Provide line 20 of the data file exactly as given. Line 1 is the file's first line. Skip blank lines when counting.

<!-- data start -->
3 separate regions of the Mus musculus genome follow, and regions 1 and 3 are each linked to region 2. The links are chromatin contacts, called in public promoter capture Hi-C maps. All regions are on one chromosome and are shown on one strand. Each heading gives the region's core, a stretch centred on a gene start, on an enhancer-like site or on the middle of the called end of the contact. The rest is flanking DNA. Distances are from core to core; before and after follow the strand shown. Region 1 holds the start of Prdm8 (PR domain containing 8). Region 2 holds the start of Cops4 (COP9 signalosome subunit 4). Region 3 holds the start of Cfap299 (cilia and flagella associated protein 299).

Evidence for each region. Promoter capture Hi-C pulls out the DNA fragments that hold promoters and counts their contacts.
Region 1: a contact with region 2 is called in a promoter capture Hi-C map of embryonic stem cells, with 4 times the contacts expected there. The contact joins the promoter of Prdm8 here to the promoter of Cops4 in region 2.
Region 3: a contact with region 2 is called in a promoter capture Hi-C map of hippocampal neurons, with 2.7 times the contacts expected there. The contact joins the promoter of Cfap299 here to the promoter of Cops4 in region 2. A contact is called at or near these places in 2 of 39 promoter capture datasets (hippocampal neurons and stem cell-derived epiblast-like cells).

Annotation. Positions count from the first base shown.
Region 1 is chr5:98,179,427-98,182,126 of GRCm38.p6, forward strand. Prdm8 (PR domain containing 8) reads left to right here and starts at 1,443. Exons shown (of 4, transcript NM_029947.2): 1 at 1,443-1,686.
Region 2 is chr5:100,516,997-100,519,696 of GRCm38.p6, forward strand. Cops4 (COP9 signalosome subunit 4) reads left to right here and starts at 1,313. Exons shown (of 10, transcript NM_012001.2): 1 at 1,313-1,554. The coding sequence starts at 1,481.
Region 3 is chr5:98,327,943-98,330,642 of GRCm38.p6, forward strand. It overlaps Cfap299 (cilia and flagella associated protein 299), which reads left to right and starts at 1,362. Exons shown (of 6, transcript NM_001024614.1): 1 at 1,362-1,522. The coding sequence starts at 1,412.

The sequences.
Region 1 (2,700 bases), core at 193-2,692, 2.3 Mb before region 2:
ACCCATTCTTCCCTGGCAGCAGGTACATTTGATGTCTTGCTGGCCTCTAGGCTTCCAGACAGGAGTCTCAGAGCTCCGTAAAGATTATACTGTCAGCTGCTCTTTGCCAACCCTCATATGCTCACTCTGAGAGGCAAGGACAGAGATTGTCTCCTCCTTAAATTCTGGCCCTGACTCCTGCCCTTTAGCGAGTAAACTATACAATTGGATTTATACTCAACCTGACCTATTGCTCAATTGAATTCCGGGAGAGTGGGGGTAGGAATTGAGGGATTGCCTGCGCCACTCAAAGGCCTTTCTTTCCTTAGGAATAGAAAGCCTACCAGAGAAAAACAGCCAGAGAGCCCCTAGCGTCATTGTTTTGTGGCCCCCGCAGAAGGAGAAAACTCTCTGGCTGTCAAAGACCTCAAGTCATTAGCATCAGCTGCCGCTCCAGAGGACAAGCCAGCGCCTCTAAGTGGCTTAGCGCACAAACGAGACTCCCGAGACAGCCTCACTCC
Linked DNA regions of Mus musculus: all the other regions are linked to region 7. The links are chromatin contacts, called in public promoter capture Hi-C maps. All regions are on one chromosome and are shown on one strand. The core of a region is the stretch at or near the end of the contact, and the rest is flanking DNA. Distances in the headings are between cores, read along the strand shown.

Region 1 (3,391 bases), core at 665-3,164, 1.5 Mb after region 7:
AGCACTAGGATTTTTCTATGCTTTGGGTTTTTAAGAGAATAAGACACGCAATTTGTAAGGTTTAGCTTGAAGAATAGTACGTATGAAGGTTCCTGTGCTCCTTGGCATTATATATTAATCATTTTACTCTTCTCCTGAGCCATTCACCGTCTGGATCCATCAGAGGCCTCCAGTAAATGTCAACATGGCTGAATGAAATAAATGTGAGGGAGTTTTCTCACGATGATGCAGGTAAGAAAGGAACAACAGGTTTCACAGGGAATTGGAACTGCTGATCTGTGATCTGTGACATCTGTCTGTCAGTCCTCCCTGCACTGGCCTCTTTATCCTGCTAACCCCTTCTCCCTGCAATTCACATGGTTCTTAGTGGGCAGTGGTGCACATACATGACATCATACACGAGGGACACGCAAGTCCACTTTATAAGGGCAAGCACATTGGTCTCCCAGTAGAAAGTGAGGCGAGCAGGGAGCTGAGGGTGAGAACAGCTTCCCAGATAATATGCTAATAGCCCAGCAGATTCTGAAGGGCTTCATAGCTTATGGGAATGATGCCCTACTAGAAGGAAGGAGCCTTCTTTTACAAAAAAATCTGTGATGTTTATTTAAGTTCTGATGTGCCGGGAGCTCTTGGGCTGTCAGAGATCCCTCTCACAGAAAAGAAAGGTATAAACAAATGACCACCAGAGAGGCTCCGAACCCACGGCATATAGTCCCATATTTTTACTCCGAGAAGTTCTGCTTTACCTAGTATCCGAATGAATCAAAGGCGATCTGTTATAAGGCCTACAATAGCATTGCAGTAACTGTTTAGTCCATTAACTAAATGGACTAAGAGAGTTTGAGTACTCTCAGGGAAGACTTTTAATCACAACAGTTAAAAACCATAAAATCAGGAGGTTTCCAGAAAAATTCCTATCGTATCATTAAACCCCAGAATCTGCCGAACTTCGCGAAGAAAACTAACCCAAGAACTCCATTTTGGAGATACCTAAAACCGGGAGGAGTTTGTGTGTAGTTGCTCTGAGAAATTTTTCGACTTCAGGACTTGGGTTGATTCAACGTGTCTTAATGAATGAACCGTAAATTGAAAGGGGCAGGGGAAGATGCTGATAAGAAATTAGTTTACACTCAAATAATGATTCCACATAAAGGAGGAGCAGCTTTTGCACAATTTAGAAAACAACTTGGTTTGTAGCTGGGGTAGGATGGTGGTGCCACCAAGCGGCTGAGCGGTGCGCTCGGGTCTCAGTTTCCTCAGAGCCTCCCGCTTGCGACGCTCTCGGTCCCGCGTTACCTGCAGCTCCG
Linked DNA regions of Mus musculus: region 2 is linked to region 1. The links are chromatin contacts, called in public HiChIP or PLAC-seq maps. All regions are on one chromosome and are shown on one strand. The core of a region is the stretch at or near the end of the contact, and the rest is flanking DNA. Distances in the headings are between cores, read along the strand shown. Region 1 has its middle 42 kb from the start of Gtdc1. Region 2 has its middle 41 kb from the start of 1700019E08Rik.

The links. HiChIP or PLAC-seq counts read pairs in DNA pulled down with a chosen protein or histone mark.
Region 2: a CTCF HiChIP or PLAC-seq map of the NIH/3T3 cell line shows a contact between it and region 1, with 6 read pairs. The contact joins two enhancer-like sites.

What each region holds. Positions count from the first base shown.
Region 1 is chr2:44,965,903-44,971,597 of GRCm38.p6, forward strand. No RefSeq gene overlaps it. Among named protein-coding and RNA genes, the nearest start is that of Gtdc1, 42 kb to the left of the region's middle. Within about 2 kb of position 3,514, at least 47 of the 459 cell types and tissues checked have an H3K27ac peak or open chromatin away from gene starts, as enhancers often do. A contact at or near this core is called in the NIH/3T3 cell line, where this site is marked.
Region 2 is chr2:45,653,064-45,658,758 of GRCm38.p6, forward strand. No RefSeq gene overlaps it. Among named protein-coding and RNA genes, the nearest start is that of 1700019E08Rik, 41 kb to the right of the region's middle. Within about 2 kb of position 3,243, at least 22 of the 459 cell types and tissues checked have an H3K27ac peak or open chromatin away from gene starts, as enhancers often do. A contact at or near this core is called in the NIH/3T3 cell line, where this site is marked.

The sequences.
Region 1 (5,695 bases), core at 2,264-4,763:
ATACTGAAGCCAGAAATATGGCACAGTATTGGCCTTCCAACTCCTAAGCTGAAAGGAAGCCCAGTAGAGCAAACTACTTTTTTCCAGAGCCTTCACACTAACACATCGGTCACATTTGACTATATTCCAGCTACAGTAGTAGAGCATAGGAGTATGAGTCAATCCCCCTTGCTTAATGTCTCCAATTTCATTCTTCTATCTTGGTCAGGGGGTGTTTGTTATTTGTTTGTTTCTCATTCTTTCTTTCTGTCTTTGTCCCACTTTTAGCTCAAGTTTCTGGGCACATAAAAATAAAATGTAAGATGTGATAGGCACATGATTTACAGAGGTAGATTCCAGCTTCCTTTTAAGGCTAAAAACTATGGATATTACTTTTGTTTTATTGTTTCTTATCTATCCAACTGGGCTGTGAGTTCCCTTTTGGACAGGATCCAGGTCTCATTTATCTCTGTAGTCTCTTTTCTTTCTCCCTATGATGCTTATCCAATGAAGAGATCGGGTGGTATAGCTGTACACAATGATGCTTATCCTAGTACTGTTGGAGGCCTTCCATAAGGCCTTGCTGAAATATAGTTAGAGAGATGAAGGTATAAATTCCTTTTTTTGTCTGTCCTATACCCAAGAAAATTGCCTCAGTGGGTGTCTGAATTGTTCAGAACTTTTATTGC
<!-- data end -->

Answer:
Region 2 is chr2:45,653,064-45,658,758 of GRCm38.p6, forward strand. No RefSeq gene overlaps it. Among named protein-coding and RNA genes, the nearest start is that of 1700019E08Rik, 41 kb to the right of the region's middle. Within about 2 kb of position 3,243, at least 22 of the 459 cell types and tissues checked have an H3K27ac peak or open chromatin away from gene starts, as enhancers often do. A contact at or near this core is called in the NIH/3T3 cell line, where this site is marked.